6. You’ll gain a competitive edge.

Looking for a way to stand out from the crowd? Many people making pitches try to make an impression with a little schwag or a slickly produced piece of literature. I like schwag as much as the next person but to be honest, asking questions and getting to know what a prospect really wants will make you stand out much more in that person’s mind than a gift of the latest cute gadget. Especially since no one else is doing it.

7. You’ll make it about them, not you.

This is the most important reason to ask questions during a pitching session. You came to the event with one goal in mind–to sell your product or gain investment for your company. But the person sitting across from you has his or her own agenda, which may involve buying products or making investments, but is certainly not the same as yours. Asking questions lets you quickly focus your interaction on fulfilling their needs, not yours.

And that’s the quickest way to make a sale.

Like this post? Sign up here for Minda’s weekly email and you’ll never miss her columns. Next time: How ping-pong can help you make better hires.


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How the Cooling IPO Market Could Affect You

Despite the tech sell-off last week, demand is still strong for IPOs.

A hot market for initial public offerings may soon face a cooler reception from investors.

IPOs are having their best start to a year since 2000. Eighty-nine companies have raised $19 billion through sales of new stock so far in 2014, according to Dealogic. But demand for more offerings depends largely on the health of the broader market, and after last week’s sell-off, the clamor from buyers may quiet down.

Auto financing company Ally Financial and hotel operator La Quinta Holdings had lukewarm receptions for their IPOs last week.

La Quinta priced its shares at $17 each, lower than its expected range of $18 to $21, which suggested less demand. The stock rose slightly in its debut Wednesday then fell the next two days to end the week below it original offer price. Ally, the largest IPO this year, priced its shares at $25 each, the bottom of its expected range of $25 to $28. The former financing arm of General Motors fell 4 percent in its premiere Thursday, closing at $23.98. On Monday, both stocks ended below their IPO price.

Some companies delayed their IPOs last week as the stock market turned bumpy. Paycom Software, a human resources software company, and City Office REIT, a real estate investment firm for office properties, were expected to launch. But their IPOs didn’t happened and the companies are expected to try to complete them this week.

Andy Sanford, head of Wells Fargo Securities’ equity capital markets group, who helped launch La Quinta, says that companies will have to lower their expectations on prices, although he thinks there is still good demand for new stocks.

“IPOs have been a place where investors have been able to get higher returns than the broader market,” Sanford says.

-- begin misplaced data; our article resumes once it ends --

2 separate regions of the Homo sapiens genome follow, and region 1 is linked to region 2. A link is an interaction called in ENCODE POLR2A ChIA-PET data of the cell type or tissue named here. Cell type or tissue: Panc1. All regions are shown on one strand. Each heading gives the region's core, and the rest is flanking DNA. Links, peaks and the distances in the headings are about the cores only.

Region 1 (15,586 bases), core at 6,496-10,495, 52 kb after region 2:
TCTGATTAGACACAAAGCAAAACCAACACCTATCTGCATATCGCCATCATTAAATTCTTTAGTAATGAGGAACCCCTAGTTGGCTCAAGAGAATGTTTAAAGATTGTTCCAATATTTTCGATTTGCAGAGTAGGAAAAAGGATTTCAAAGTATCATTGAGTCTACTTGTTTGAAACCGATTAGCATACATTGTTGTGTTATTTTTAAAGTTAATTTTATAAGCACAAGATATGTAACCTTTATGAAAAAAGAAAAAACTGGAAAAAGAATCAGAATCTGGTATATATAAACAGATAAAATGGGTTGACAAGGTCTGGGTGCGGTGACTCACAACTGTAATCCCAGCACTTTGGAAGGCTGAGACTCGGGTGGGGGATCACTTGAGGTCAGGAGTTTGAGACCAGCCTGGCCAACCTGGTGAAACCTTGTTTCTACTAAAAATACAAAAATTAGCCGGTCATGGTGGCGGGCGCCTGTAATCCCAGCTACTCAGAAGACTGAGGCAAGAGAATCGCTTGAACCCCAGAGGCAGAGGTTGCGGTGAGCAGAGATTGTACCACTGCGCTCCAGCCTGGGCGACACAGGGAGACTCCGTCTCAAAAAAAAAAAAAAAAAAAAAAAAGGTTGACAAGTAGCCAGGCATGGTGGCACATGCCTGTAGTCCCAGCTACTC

La Quinta and Ally were among 10 companies that raised $4.2 billion through IPOs last week, the third busiest for debuts in 2014. Another 12 companies are scheduled to launch stock this week.

The IPO market started recovering last year after being in the doldrums following the financial crisis and Great Recession. The Standard & Poor’s 500 index surged almost 30 percent in 2013. That helped boost the appetite for new stocks as investors looked for ways to beat the market. Twitter, hotel group Hilton Worldwide and sandwich-shop chain Potbelly were some of the big-name IPOs in 2013.

Companies raised $61.9 billion through stock sales on U.S. exchanges last year, the best for IPOs since 2007. Prior to that, that top year was 2000, when companies sold $104.5 billion of stock at the tail end of the Internet bubble.

Investors have been drawn to the market because it gives them more bang for their investment buck. Stocks have looked more attractive than bonds, after bonds lost 0.4 percent last year, according to data from Barclays.

The FTSE Renaissance IPO index, which tracks the performance of new stock offerings for up to two years after their debut, surged 63.3 percent last year. That rise was more than double the 29.6 percent increase for the S&P 500 index. The IPO index is down 0.6 percent this year, less than the broader market’s decline of 1 percent.

The appetite for IPOs is also being driven by established companies buying back their own shares just as demand for stocks is rising, says Russ Koesterich, chief investment strategist for BlackRock. That buying has reduced the overall availability of shares in the market.

“You’ve had a lot of supply taken out of the market in the last one to two years, due to all the buybacks,” Koesterich says. “So the IPOs are meeting a need for supply.”

Companies in the S&P 500 spent $475.6 billion on buying their own stock last year, an increase of 19 percent from 2012, according to data from S&P Dow Jones Indices. The strong pace has continued this year. Companies spent $129.4 billion on buybacks during the first quarter.

Last year’s robust IPO market carried through to the start of this year. But signs of weakness have appeared as stocks become more volatile. Rattling the market are worries that technology and biotechnology companies have become overpriced after huge gains in 2013. The S&P 500 is down more than 2 percent this month after rising a combined 5 percent in February and March.